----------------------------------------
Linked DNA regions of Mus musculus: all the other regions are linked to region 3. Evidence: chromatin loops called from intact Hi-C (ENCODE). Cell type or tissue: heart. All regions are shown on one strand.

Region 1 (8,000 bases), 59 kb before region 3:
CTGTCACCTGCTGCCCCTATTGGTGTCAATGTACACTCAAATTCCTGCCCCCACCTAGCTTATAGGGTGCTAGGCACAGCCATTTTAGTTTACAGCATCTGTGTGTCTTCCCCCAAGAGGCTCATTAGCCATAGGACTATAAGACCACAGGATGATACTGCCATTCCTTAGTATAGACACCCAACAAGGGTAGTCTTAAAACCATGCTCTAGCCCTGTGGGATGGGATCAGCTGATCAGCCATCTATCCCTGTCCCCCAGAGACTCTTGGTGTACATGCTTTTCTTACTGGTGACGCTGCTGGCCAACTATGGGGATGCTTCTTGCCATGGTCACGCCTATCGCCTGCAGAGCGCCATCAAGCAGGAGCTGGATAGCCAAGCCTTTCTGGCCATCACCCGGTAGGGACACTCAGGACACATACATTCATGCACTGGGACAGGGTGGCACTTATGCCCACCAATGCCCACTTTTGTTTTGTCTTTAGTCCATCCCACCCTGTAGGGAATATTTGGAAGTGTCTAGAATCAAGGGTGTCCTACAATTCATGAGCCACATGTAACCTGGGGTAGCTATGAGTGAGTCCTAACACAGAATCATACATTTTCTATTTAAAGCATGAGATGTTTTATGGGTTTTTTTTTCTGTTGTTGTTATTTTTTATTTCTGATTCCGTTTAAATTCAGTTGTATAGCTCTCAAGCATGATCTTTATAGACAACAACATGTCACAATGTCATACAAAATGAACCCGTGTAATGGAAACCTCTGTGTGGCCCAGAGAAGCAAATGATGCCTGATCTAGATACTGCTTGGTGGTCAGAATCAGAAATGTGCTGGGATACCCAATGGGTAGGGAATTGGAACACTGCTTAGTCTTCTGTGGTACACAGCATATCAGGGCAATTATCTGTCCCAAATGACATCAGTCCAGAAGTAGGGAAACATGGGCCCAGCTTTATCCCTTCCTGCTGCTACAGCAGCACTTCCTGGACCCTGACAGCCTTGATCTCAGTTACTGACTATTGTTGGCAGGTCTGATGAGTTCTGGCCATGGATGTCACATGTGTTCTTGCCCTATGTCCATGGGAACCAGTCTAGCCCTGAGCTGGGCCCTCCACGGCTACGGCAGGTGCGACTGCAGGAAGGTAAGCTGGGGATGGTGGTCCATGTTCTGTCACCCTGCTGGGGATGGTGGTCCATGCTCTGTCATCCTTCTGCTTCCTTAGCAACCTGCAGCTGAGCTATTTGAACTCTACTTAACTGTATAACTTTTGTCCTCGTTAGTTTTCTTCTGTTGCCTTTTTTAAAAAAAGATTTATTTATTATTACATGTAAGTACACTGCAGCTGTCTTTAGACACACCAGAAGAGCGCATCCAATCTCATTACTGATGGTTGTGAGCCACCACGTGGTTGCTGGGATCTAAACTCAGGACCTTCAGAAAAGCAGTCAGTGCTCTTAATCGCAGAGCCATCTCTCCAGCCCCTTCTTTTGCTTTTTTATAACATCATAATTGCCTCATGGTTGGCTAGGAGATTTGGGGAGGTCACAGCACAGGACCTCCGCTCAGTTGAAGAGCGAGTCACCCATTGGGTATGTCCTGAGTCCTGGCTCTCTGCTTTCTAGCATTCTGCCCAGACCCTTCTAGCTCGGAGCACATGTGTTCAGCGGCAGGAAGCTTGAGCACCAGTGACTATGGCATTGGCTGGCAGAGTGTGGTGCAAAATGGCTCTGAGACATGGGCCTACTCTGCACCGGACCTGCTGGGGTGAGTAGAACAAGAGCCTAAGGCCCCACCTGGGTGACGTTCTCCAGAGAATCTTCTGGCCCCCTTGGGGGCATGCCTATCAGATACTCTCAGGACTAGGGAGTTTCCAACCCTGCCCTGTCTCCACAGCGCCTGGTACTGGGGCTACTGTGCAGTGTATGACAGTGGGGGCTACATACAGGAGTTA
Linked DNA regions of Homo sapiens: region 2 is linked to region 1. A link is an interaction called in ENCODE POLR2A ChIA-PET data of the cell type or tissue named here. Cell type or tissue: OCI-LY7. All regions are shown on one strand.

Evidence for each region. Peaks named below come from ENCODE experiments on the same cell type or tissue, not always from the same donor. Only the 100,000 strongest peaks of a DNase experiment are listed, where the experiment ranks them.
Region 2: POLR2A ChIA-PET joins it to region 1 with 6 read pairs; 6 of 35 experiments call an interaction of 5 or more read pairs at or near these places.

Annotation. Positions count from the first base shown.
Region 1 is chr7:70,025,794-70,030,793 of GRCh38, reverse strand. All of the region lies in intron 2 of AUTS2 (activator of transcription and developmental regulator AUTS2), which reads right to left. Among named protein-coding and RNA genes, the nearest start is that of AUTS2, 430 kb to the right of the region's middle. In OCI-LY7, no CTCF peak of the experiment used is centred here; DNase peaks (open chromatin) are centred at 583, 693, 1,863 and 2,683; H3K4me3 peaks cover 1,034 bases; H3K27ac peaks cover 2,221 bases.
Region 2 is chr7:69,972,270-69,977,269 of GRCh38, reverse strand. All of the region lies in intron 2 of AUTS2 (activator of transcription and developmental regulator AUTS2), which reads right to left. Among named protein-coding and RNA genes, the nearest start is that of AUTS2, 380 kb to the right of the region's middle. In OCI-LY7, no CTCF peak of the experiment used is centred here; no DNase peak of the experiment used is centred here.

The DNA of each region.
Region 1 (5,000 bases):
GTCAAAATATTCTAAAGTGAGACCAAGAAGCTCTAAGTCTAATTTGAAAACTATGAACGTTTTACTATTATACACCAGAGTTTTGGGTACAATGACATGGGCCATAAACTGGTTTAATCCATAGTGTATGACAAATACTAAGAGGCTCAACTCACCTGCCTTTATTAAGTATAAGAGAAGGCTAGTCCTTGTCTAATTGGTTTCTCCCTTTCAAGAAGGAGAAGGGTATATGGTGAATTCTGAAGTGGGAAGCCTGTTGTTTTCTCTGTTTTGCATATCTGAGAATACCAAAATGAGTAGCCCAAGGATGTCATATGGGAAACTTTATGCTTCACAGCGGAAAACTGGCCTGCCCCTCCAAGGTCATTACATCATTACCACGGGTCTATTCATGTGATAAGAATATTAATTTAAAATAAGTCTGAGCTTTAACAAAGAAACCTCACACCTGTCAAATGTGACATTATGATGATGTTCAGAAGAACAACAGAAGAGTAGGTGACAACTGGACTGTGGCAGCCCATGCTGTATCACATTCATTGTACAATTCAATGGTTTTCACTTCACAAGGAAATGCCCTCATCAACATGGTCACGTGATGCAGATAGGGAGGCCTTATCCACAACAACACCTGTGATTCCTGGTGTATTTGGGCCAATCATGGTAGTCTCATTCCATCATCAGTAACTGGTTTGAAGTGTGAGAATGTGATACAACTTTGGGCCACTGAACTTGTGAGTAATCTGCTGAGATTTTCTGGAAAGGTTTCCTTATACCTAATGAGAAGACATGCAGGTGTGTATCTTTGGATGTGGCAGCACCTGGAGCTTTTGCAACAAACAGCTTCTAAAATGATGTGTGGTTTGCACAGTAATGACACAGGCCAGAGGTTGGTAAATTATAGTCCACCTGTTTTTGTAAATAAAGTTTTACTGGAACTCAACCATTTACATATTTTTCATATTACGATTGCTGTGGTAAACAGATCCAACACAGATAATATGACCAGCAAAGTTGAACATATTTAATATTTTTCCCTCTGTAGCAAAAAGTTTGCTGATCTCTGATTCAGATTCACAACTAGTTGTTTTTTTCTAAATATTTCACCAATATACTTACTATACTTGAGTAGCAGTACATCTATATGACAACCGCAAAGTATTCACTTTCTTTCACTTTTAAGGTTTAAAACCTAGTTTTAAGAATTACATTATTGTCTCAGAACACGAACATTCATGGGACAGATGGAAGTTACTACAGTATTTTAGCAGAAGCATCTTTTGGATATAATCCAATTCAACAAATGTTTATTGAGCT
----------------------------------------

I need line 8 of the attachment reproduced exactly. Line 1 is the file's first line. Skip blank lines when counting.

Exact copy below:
Region 1 is chr7:70,025,794-70,030,793 of GRCh38, reverse strand. All of the region lies in intron 2 of AUTS2 (activator of transcription and developmental regulator AUTS2), which reads right to left. Among named protein-coding and RNA genes, the nearest start is that of AUTS2, 430 kb to the right of the region's middle. In OCI-LY7, no CTCF peak of the experiment used is centred here; DNase peaks (open chromatin) are centred at 583, 693, 1,863 and 2,683; H3K4me3 peaks cover 1,034 bases; H3K27ac peaks cover 2,221 bases.